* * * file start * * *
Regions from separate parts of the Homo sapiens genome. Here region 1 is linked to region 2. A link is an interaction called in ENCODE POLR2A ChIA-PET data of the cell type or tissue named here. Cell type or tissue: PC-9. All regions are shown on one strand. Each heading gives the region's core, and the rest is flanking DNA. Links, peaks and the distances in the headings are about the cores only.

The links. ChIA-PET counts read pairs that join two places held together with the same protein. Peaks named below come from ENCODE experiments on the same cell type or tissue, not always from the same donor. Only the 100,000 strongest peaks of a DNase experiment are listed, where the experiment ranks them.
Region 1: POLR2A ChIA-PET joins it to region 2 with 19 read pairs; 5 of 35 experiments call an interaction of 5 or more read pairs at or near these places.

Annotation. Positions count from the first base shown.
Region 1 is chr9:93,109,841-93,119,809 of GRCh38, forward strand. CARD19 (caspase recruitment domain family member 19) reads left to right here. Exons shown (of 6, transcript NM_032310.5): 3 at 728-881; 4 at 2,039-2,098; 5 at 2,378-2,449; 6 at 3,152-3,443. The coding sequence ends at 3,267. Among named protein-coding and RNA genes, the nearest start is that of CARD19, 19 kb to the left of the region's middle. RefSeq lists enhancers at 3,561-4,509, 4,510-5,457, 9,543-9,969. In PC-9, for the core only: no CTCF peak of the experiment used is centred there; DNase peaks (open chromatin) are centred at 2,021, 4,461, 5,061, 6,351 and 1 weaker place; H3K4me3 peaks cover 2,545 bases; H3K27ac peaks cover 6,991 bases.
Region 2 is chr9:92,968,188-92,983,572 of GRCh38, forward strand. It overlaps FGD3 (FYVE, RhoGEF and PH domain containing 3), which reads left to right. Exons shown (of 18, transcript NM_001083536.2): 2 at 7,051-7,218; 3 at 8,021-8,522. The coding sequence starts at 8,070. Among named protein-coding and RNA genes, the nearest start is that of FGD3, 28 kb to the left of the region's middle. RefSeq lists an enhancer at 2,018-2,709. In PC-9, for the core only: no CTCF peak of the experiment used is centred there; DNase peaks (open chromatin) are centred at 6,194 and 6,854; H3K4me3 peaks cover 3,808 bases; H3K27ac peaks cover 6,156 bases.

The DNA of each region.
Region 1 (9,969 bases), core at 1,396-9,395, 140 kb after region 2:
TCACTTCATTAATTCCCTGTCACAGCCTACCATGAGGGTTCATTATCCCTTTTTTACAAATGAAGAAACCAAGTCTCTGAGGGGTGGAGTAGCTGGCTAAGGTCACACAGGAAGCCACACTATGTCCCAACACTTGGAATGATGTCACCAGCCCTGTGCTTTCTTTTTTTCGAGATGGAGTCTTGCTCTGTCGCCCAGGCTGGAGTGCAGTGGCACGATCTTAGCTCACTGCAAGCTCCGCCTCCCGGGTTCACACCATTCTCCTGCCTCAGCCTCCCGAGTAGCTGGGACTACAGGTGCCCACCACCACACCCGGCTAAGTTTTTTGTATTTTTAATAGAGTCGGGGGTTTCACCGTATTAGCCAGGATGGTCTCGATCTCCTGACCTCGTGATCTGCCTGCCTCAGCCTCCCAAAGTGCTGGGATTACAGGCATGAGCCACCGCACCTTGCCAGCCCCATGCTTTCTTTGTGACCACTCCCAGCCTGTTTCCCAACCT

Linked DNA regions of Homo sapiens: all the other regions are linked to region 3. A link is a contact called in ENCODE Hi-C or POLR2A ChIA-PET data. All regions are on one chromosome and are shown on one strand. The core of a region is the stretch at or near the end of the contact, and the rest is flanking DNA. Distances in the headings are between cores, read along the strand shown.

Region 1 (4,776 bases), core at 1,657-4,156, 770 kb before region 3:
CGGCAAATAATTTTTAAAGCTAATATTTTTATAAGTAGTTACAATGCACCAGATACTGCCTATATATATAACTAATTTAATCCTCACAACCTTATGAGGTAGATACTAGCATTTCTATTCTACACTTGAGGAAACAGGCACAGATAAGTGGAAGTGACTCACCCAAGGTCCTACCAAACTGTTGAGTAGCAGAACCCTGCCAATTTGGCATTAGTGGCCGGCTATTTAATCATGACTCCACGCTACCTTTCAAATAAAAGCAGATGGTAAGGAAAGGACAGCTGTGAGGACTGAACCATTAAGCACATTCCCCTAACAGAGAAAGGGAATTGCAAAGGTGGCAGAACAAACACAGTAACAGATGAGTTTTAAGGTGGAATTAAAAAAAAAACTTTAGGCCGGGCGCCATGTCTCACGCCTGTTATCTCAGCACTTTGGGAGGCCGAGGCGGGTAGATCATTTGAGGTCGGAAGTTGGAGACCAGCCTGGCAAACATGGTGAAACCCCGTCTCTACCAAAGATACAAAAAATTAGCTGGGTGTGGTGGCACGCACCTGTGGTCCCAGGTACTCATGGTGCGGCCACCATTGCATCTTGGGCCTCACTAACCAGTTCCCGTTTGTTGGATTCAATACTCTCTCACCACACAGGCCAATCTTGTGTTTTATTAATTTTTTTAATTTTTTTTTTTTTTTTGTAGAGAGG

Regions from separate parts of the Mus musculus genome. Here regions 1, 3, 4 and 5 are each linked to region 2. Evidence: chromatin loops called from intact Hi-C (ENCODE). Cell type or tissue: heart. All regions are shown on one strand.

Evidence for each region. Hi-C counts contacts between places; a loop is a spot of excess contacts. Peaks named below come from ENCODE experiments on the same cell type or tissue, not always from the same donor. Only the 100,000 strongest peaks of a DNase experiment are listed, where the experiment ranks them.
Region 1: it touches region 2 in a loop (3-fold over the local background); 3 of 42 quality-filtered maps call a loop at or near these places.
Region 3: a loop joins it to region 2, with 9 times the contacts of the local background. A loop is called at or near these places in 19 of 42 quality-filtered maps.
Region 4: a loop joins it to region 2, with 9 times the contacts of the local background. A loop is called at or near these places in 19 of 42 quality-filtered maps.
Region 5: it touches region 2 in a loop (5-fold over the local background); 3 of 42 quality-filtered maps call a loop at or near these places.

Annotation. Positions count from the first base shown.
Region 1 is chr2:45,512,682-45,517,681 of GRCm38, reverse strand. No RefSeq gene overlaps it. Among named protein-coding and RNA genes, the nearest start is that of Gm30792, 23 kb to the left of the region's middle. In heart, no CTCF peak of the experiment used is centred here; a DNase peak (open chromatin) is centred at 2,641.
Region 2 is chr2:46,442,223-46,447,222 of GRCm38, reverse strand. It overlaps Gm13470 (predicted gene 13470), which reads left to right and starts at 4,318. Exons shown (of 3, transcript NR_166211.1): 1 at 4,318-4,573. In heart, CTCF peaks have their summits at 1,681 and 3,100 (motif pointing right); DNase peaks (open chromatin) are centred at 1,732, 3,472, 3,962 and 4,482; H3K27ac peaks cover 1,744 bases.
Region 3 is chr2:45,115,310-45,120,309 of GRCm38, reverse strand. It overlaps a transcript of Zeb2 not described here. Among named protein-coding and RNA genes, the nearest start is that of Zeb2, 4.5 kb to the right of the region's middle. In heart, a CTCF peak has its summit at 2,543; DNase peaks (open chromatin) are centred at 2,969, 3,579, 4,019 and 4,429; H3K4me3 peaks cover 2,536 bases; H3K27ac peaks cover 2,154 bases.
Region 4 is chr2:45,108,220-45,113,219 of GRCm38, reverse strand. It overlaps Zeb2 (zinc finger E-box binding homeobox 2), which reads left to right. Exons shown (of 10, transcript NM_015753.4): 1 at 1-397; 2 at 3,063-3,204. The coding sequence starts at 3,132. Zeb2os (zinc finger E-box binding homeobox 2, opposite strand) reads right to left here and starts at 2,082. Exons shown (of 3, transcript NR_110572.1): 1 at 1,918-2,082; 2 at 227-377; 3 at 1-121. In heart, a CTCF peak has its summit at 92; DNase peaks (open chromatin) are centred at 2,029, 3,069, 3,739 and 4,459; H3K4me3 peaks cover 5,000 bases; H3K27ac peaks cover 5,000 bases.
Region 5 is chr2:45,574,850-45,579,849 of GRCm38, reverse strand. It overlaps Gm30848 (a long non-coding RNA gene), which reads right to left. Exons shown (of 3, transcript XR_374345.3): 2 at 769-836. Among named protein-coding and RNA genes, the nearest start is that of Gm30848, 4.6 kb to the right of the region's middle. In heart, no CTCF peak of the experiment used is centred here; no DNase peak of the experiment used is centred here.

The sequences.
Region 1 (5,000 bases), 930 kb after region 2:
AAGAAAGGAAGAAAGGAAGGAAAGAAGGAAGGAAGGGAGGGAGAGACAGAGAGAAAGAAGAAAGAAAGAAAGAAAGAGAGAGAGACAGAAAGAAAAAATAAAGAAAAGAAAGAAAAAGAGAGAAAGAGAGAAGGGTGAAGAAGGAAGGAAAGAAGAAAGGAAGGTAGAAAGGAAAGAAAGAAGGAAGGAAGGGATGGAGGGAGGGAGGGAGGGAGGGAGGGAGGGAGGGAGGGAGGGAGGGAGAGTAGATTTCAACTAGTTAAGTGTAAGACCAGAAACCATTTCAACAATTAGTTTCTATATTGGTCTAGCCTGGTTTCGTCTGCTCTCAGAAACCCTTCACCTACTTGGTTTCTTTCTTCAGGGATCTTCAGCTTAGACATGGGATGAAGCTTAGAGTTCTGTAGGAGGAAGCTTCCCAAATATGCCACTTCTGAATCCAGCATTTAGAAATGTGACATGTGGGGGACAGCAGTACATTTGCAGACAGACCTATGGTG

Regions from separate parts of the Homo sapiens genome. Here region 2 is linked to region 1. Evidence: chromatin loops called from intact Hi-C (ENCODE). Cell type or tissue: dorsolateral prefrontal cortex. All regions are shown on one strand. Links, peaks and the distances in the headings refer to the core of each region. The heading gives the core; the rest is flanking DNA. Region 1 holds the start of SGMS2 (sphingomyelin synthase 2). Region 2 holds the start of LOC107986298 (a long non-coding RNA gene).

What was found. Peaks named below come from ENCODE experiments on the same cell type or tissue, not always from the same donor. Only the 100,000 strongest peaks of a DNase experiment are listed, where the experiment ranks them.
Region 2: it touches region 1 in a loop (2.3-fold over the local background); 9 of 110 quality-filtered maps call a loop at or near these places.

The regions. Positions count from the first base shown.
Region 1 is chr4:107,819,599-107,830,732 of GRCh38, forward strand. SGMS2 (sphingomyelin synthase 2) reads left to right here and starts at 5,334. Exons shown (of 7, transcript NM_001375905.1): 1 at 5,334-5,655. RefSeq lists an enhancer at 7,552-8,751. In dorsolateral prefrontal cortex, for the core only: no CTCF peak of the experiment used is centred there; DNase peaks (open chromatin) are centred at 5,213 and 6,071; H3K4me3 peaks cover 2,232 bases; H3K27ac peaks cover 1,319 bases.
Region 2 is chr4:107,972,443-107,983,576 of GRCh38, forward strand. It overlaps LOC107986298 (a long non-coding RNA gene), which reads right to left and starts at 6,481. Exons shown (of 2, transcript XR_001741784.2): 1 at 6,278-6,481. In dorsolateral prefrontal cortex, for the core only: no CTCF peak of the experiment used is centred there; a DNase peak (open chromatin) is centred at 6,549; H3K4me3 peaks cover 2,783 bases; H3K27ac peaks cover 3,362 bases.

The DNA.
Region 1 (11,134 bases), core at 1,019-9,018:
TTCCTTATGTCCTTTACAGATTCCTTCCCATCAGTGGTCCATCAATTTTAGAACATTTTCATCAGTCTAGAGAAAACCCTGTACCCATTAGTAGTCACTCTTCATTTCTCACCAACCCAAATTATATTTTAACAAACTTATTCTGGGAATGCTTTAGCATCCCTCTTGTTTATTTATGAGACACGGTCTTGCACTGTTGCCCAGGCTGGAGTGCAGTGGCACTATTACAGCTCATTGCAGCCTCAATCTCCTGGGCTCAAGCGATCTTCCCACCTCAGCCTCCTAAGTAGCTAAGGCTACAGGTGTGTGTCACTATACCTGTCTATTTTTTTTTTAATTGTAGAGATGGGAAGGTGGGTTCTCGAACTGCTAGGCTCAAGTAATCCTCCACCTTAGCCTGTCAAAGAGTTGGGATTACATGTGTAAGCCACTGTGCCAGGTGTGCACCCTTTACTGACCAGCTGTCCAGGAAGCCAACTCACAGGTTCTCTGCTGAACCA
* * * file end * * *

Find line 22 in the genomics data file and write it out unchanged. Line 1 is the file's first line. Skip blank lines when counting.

Region 3 is chr2:45,115,310-45,120,309 of GRCm38, reverse strand. It overlaps a transcript of Zeb2 not described here. Among named protein-coding and RNA genes, the nearest start is that of Zeb2, 4.5 kb to the right of the region's middle. In heart, a CTCF peak has its summit at 2,543; DNase peaks (open chromatin) are centred at 2,969, 3,579, 4,019 and 4,429; H3K4me3 peaks cover 2,536 bases; H3K27ac peaks cover 2,154 bases.